When the bypass valve is set to bypass, the water is passed to the recirculation pump (27) via water pipes (8) and (26).

The recirculation pump (27) pumps the water to a hydrocyclone (10) via a water pipe (9). The purpose of the hydrocyclone is two-fold:

It removes suspended solids smaller than 2 mm from the shower water which extends the life of the filter (14). A hydrocyclone works by spinning the water; any particles that are heavier than the water are forced to the outside of the hydrocyclone where they fall to the bottom and are carried away by the underflow (11); the outlet at the bottom of the hydrocyclone. The cleaner water is forced upwards through the vortex finder at the top of the hydrocyclone to the overflow (13). The hydrocyclone generally sends 30% of the water to the underflow and 70% to the overflow.

By reducing the recirculation volume by 30%, the hydrocyclone necessitates the re-introduction of new mains cold water. The introduction of the cold water allows the recirculated water to be heated, higher than the temperature required for showering, as the cold water will reduce the temperature of the hot water within the mixer. This therefore allows the recirculated water to be ‘overheated’ to a pasteurisation temperature of 72° C. which is sufficient to kill Legionella and other pathogens.

From the hydrocyclone overflow (13) the water enters a filter (14) which removes chlorine, any residual particulate matter not already removed and any shampoo and soap within the water.

From the filter (14) the water enters a heat exchanger (16) via a water pipe (15). The heat exchanger comprises two circuits:

    • a ‘cold’ circuit passing from the filter (14) to the temperature regulator (17) and heating unit (18), and
    • a ‘hot’ circuit passing from the heating unit (18) and temperature regulator (17) back to the shower mixer (6) via a water pipe (19).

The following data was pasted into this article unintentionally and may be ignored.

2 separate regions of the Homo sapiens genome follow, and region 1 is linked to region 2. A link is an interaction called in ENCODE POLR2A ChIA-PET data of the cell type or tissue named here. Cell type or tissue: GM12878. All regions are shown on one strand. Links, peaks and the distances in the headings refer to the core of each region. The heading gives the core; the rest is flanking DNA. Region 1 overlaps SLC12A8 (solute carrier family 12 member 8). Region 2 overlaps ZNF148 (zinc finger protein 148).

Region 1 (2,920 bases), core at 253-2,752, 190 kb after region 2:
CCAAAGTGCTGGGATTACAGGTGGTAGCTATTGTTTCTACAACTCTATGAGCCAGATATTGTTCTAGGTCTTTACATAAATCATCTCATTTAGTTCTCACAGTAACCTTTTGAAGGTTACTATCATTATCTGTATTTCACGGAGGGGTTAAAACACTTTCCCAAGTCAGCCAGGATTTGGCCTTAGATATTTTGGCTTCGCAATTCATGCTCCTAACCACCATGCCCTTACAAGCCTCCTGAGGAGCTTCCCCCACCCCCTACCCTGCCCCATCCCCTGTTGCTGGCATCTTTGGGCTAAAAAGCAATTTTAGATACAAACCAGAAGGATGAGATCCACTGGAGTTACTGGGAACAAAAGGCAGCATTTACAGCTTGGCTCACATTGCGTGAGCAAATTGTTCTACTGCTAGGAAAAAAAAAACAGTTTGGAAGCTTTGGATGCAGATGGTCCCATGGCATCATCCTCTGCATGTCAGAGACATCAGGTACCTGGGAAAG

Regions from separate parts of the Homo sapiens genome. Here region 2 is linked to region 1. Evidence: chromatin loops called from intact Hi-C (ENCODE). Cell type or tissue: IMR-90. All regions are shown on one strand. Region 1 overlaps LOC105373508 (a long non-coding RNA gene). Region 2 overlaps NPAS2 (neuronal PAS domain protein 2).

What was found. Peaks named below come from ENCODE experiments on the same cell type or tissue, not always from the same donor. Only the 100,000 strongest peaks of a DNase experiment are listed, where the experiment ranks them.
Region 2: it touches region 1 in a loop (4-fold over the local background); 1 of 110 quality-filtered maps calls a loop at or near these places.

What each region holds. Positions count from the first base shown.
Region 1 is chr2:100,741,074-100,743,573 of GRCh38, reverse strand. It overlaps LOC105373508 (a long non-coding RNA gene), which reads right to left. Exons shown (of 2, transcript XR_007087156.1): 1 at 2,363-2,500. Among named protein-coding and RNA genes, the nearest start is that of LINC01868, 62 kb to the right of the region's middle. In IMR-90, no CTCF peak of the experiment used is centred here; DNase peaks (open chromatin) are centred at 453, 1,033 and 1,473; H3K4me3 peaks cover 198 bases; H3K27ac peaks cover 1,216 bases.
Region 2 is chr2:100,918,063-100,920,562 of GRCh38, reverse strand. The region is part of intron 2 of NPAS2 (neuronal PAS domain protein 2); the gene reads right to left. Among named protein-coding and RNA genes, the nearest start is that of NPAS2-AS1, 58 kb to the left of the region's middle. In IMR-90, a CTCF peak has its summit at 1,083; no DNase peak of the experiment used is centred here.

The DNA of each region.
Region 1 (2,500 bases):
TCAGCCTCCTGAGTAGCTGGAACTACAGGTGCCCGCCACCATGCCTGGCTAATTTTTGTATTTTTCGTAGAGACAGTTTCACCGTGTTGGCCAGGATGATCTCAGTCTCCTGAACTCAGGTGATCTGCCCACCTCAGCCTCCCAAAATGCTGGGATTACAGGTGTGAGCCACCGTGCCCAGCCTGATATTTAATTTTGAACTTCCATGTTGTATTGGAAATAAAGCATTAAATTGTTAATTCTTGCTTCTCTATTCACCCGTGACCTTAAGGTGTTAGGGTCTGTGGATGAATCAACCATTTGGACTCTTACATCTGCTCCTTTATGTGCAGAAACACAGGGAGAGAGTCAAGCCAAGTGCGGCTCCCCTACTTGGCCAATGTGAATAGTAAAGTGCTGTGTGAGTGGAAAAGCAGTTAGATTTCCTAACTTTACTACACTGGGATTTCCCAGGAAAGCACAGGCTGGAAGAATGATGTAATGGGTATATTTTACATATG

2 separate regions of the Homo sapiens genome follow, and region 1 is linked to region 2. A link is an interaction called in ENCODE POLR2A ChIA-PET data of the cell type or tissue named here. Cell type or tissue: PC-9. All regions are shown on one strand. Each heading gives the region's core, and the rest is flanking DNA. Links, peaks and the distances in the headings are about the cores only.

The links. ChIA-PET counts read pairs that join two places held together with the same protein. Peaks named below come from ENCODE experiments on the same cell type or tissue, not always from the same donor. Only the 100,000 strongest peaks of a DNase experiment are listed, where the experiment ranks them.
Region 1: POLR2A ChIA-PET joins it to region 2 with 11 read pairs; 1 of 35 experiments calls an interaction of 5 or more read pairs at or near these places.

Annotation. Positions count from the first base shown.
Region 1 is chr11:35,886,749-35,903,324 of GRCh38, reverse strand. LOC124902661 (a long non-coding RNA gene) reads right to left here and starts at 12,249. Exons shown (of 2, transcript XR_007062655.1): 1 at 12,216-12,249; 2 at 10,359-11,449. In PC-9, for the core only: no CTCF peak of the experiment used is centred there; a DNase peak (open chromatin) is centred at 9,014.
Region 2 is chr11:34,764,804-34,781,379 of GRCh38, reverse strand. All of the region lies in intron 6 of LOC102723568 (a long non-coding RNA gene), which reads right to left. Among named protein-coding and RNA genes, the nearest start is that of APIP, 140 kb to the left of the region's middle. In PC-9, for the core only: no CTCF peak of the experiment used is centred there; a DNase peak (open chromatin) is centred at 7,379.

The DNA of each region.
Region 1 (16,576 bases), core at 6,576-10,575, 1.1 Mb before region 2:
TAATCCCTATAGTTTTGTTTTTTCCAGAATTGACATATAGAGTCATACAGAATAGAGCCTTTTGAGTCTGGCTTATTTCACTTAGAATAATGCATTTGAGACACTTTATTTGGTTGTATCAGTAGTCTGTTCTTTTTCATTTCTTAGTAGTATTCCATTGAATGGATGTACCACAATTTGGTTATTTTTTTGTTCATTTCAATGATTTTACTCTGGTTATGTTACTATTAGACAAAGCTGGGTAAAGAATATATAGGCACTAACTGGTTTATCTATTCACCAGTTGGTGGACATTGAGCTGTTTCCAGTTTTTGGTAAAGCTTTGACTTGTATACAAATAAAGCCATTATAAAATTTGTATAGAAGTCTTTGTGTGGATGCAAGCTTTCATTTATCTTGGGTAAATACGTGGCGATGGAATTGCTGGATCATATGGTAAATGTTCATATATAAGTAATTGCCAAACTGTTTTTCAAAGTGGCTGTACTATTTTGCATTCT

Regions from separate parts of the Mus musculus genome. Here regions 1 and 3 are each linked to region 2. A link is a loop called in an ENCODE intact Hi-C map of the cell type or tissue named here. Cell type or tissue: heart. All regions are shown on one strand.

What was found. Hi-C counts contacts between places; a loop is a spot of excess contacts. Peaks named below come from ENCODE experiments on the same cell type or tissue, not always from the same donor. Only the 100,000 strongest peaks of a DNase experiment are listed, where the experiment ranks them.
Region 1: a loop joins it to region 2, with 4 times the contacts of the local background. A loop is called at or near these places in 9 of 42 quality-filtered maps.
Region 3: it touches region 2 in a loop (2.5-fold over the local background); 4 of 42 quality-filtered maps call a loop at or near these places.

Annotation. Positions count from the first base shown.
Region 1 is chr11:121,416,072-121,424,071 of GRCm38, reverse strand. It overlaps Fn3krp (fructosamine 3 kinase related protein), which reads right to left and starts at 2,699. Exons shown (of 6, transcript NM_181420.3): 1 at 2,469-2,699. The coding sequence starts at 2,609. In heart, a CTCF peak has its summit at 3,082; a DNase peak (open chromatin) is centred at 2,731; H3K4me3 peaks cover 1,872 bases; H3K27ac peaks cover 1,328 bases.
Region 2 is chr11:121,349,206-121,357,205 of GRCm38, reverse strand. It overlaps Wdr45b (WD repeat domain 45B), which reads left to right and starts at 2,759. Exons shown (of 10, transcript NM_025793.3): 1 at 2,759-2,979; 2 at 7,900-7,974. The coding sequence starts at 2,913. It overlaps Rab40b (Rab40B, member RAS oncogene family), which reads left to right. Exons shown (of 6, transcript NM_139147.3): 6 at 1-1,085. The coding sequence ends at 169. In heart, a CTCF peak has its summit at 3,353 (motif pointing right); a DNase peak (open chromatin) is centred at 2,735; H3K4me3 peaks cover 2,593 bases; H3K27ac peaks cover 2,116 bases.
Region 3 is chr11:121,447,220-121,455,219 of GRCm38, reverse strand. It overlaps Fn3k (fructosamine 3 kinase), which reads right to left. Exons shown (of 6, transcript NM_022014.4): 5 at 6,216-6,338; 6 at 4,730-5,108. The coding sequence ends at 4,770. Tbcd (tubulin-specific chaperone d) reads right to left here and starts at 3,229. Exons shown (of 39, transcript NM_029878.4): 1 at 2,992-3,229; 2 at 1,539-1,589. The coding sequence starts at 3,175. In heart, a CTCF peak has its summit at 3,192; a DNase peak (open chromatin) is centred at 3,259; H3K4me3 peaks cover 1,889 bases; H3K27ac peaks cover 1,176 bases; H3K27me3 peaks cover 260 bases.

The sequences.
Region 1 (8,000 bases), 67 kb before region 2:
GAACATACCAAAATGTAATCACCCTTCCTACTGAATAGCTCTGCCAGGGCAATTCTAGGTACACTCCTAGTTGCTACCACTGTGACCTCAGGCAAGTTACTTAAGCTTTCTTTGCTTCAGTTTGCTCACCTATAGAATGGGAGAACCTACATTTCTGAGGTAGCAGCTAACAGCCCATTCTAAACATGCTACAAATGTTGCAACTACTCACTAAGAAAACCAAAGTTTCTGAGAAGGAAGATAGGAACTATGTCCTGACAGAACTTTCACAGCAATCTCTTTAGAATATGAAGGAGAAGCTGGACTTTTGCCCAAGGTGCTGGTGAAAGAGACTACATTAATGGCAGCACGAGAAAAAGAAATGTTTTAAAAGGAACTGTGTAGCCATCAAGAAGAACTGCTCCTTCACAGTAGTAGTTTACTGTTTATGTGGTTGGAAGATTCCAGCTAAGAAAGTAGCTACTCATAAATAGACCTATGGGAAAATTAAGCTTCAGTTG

The function of the heat exchanger is to increase the temperature of the water travelling towards the heating unit, which reduces the workload of a heater which may be in the heating unit, and to reduce the temperature of the water flowing to the mixer to a temperature closer to a temperature suitable for showering.

From the heat exchanger (16), the water passes through a temperature and flow regulator (17) which monitors the temperature and flow of the water to insure that the temperatures reached by the heating unit are at least enough to pasteurise the water (72° C.) but below a level which would cause excessive pressure within the heating unit.

In WO2006/131743 the heating unit includes an electric thermal resistance heater. In the invention this is replaced, or supplemented, by the hot circuit of heat pump A (32) and heat pump B (31). The vessel and the two hot circuits combine to create the heat transfer point (34) where the heat energy collected by heat pumps A & B at heat collection point (30) on the cold inlet circuit, and heat collection point (33) on the hydrocyclone underflow (11) are transferred to the recirculated shower water to increase the water temperature to 72° C.